- The Regulation of Virtual Currencies in Canada
- September 15, 2014 | Authors: Jeffrey S. Graham; James Mathers; D. Ross McGowan; James Szumski
- Law Firms: Borden Ladner Gervais LLP - Toronto Office ; Borden Ladner Gervais LLP - Vancouver Office ; Borden Ladner Gervais LLP - Toronto Office
Canada is engaged in an important effort to reform its payment system. In recent years, there have been important legislative measures to enhance the payment system including the adoption of the Payment, Clearing and Settlement Act, and the Payment Card Network Act. There was the appointment of an expert task force (the “Task Force”) that has offered a vision for a new payments system architecture in a final report entitled Moving Canada into the Digital Age. Following the final report of the Task Force, the Government of Canada created a senior-level advisory committee made up of public and private sector stakeholders referred as FinPay. More recently, the 2014 budget plan of the Government included a commitment to protect consumers and ensure public confidence in the use of electronic payment methods, to develop a comprehensive risk-based approach to the oversight of the Canadian payments system and to consult publicly on the oversight of retail payments systems, including virtual currencies.
As decentralized, math based virtual currencies, particularly Bitcoin, have garnered increasing attention both in Canada and abroad, policy makers and regulators, internationally and in Canada, have sought to clarify the rules and regulations relevant to virtual currencies.
In the June 2014 Report of the Financial Action Task Force (“FATF”) a comprehensive definition of virtual currency is offered. The FATF report defines a virtual currency as a digital representation of value that can be digitally traded and functions as (i) a medium of exchange and/or (ii) a unit of account and / or (iii) a store of value, but does not have legal tender status in any jurisdiction. Further, FATF indicates that a virtual currency is not issued or guaranteed by any jurisdiction and fulfills the above functions only by agreement within a community of users. FATF notes that a virtual currency is to be distinguished from e-money which is a digital representation of fiat currency used to electronically transfer value denominated as fiat currency. Digital currency is defined by FATF as a digital representation of virtual currency (non-fiat) or e-money (fiat).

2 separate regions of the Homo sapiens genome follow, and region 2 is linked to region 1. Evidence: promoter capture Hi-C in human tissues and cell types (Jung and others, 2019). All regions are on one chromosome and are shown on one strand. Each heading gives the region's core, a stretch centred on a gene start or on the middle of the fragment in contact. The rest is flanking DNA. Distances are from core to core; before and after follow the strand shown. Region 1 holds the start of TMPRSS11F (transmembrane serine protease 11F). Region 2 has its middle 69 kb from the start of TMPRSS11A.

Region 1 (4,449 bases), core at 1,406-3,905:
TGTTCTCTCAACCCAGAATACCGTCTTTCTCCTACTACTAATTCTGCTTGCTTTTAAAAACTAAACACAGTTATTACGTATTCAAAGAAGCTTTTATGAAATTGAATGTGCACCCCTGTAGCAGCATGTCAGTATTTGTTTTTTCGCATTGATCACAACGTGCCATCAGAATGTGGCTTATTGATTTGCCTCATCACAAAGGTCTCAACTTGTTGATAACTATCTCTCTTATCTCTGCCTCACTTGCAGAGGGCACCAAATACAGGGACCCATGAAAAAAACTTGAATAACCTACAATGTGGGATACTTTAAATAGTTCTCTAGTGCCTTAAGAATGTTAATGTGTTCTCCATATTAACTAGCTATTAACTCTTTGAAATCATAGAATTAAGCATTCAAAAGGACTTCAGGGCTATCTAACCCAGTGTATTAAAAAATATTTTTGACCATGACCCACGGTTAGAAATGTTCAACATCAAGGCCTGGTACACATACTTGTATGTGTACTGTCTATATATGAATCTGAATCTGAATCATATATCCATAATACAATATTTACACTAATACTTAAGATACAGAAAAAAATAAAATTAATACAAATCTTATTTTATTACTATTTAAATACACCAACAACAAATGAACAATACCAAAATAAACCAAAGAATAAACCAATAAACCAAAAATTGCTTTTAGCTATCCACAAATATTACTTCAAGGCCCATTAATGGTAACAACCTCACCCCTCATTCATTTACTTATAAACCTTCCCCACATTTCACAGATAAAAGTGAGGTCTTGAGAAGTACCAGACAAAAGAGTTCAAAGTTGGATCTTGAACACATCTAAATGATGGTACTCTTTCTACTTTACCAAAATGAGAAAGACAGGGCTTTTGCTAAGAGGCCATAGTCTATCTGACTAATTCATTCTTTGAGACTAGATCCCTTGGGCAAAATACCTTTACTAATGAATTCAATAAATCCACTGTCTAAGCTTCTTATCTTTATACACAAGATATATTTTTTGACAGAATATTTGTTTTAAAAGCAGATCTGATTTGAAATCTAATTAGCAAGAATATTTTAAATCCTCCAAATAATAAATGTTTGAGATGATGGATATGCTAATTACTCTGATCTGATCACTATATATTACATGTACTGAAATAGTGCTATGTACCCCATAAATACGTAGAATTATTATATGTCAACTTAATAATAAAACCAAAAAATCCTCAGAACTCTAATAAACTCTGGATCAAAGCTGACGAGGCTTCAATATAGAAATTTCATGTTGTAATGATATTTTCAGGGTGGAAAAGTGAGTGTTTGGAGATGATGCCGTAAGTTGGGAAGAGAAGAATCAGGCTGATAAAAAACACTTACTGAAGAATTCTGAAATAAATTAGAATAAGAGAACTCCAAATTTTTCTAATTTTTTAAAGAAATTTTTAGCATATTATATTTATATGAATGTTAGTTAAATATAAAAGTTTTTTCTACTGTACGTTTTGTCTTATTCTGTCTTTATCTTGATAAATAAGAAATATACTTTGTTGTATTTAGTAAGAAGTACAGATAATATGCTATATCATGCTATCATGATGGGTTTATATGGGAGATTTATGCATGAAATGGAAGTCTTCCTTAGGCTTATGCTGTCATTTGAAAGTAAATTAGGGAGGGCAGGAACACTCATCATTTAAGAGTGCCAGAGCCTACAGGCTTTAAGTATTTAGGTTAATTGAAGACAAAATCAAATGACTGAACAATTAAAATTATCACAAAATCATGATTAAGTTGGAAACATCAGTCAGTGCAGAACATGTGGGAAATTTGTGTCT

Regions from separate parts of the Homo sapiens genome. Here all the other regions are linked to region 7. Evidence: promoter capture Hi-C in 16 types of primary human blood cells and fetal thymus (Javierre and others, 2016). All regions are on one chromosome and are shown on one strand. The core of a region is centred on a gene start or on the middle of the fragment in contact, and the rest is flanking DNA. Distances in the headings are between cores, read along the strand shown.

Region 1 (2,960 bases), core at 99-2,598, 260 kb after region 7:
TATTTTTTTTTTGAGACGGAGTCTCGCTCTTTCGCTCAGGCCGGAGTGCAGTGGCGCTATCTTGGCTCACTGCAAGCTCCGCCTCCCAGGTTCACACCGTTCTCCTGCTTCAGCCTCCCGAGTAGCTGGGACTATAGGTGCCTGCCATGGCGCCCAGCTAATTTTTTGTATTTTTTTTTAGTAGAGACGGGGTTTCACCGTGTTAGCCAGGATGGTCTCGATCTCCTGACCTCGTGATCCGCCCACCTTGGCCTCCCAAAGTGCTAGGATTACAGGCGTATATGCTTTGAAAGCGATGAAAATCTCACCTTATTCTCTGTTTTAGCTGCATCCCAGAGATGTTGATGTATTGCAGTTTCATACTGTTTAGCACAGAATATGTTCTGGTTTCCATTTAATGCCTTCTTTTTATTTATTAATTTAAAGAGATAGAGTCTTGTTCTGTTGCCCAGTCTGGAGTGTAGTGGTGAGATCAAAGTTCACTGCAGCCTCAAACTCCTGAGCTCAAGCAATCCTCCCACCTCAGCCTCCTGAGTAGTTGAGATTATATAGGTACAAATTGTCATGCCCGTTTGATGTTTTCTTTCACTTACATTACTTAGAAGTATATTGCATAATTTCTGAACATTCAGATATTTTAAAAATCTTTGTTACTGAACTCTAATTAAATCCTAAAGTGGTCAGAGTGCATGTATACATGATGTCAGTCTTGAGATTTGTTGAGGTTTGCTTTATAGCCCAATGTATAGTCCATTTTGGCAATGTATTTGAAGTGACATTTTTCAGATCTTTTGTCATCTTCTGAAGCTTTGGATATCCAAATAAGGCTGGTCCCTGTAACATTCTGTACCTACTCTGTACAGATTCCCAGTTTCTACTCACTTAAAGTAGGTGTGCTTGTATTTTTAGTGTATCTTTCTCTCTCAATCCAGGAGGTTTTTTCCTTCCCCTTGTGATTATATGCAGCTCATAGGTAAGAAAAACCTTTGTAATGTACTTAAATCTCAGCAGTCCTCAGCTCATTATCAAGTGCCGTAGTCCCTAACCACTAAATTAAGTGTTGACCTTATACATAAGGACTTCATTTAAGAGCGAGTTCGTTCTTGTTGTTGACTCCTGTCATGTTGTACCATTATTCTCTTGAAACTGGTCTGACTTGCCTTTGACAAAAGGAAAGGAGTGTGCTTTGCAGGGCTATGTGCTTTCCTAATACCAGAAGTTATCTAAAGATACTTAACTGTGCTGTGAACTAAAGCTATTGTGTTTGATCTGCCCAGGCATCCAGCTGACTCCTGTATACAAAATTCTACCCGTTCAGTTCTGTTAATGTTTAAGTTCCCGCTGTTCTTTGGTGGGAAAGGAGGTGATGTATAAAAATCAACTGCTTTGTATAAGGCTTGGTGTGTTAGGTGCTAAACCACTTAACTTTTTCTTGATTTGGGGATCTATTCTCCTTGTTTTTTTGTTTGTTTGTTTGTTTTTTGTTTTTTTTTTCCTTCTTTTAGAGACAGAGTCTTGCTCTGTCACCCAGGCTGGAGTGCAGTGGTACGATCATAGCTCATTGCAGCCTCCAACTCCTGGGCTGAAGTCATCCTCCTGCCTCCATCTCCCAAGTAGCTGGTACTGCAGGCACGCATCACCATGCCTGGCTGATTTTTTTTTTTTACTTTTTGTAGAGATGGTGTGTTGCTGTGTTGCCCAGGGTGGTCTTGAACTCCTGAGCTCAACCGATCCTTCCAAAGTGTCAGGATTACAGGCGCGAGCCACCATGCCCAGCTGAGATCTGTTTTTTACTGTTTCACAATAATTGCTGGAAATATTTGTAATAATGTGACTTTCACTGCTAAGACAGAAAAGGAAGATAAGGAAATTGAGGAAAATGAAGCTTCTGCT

The FATF report highlighted some of the legitimate uses and potential risks of virtual currencies. The report noted that virtual currencies offer many benefits such as increased payment efficiency and lower transaction costs. In addition, virtual currencies have the potential to facilitate international payments and provide payment services to populations that do not have access or limited access to regular banking services. At the same time, the FATF Report noted that other characteristics of virtual currencies, coupled with their global reach, present potential AML/ATF risks, such as: (i) the anonymity provided by the trade in virtual currencies on the internet; (ii) the limited identification and verification of participants, (iii) the lack of clarity regarding the responsibility for AML/ATF compliance, supervision and enforcement for these transactions that are segmented across several countries, and (iv) the lack of a central oversight body.
One of the challenges that Canadian policy makers and regulators face is in determining whether virtual currencies should be regulated as commodities or as currencies.
The Canada Revenue Agency (CRA) views virtual currencies as a commodity. To the extent that virtual currency can be used to buy goods and services, these transactions are treated like barter transactions. Virtual currency received represents business income, and the value of the virtual currency in Canadian dollars is required to be included in business income for the year. If sales tax applies on the purchase of the goods or service the value of the virtual currency in Canadian dollars would determine the GST payable. The second broad category of transactions involving digital currency that can lead to income tax implications is where digital currency is bought and sold as a commodity. The CRA treats buying and selling virtual currency in the same way as buying and selling any other commodity. If a taxpayer is in the business of buying and selling virtual currency the gain is fully taxable as an income transaction. If it is an investment only half of the gains are taxable as a capital transaction.